Cole Erhardt will attend Oregon Tech this fall. He spent the summer interning at OMIC R&D.

PMG PHOTO: ANNA DEL SAVIO - Cole Erhardt demonstrates the use of a robot from the Scappoose High School Byte Sized robotics team during the Scappoose centennial in August 2021.A recent Scappoose High School graduate is one of the latest recipients of a full-tuition scholarship to study manufacturing or mechanical engineering at Oregon Tech.

Cole Erhardt, a 2022 graduate, is one of five students to receive the four-year scholarship starting this year.

The DeArmond Manufacturing Fellows Scholarship also includes an internship at the Oregon Manufacturing Innovation Center Research & Design, which Erhardt started this summer and will continue each summer through his undergraduate degree.

Erhardt said OMIC's annual Manufacturing Day, which he attended each year of high school, "drove me towards engineering."

"I was able to go to the Manufacturing Days and come in and see some absolutely incredible machinery, incredible machinery and processes and talk to people they have there. That was around sophomore year when it clicked and said 'I want to do this. I want to go here,'" Erhardt said.

Erhardt will start classes at Oregon Tech's Klamath Falls campus this month. Interning at OMIC R&D before freshman year is optional in the DeArmond program, but Erhardt took that opportunity.

OMIC's focus is on innovating new manufacturing processes.

Over the summer, Erhardt assisted OMIC's team in machine operations and took classes.

Urmaze Naterwalla, OMIC R&D's head of research & development, is "absolutely brilliant in all things machining," Erhardt said.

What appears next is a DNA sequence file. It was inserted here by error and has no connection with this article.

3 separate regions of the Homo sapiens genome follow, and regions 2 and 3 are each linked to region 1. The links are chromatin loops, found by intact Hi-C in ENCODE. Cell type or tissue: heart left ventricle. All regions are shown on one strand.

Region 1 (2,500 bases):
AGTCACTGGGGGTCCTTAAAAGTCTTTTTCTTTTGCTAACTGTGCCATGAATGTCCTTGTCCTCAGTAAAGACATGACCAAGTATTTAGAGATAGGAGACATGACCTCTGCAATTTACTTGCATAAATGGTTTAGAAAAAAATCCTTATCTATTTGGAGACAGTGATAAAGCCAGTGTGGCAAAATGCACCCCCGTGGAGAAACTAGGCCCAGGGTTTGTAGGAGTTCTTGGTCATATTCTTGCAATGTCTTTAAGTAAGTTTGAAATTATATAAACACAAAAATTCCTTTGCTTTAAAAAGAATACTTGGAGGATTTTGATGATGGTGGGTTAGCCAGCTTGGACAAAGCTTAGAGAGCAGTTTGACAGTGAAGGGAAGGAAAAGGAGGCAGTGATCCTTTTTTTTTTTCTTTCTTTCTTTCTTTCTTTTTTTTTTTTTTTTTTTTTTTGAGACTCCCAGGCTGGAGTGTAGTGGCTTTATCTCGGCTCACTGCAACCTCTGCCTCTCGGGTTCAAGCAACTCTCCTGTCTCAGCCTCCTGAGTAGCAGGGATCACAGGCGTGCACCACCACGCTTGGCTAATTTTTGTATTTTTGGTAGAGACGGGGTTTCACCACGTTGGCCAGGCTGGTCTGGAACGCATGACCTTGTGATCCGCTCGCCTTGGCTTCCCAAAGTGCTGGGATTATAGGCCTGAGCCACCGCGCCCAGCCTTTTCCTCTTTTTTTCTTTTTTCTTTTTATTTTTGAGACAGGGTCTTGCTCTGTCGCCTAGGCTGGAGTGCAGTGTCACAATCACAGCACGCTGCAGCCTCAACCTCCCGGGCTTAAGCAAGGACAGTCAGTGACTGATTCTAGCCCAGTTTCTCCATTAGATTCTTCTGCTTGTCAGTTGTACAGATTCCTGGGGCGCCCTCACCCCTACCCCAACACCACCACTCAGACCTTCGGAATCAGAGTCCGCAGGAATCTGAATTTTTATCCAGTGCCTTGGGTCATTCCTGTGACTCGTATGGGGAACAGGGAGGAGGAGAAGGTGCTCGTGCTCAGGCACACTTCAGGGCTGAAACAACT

"He would host classes for all the DeArmond fellows, and we were able to go up there and he would show us the math behind a lot of things," Erhardt added. "I was able to take lectures with the people there in the facility and listen to them talk about things like material science. … It was a lot of learning, and it's also assisting in the research that happens there at OMIC."

Some of the work over the summer was also more "gofer" work, assisting the experienced researchers with smaller tasks, Erhardt said.

"You're greasing the wheels of a moving system," Erhardt explained.

COURTESY PHOTO - Cole Erhardt graduated from Scappoose High School in 2022.Erhardt enjoys the program because it constantly pushes him, and it never gets monotonous.

"The phrase I use when people ask is: I do cool stuff every single day. There's always something new, always something really, really fun. Even if it is work, it's always really cool, because we get to operate at the cutting edge of cutting tools," Erhardt said.

Trent LaMont, another Scappoose alumnus, also received the DeArmond scholarship and overlapped with Erhardt at OMIC this summer — Erhardt in his first year interning at OMIC and LaMont in his final.

Seeing LaMont receive the scholarship also inspired Erhardt's interest in the career path and Oregon Tech.

"I like the math, I like the science, I like the design, so I want to pursue this career path," Erhardt said.

The four other scholarship recipients this year are Zander Ortega, from Sandy High School and Dylan Davis, from Glide High School, who both interned at OMIC this summer; Abby Gibson, from Henley High School; and Zack Kane from Ashland High School.

Throughout high school, Erhardt was a member of the Byte Sized robotics club.

"I just have to absolutely thank Tim and Mary Ohling for holding that entire program down," Erhardt said.

Josh Koch, OMIC R&D's business development manager, also assisted the robotics club.

"It's really cool to have them as part of the community," Erhardt said.

It was around his sophomore year when Erhardt realized he wanted to pursue a career in robotics.

"I've been building up probably my entire high school career to be here," Erhardt said.

Erhardt said he's already begun to develop relationships with some of the businesses that are OMIC members.

Post-graduation, "it'd be really cool to come back and work at OMIC as an employee … if not, I look forward to trying my hand at some of the industry partners that I've met," Erhardt said.

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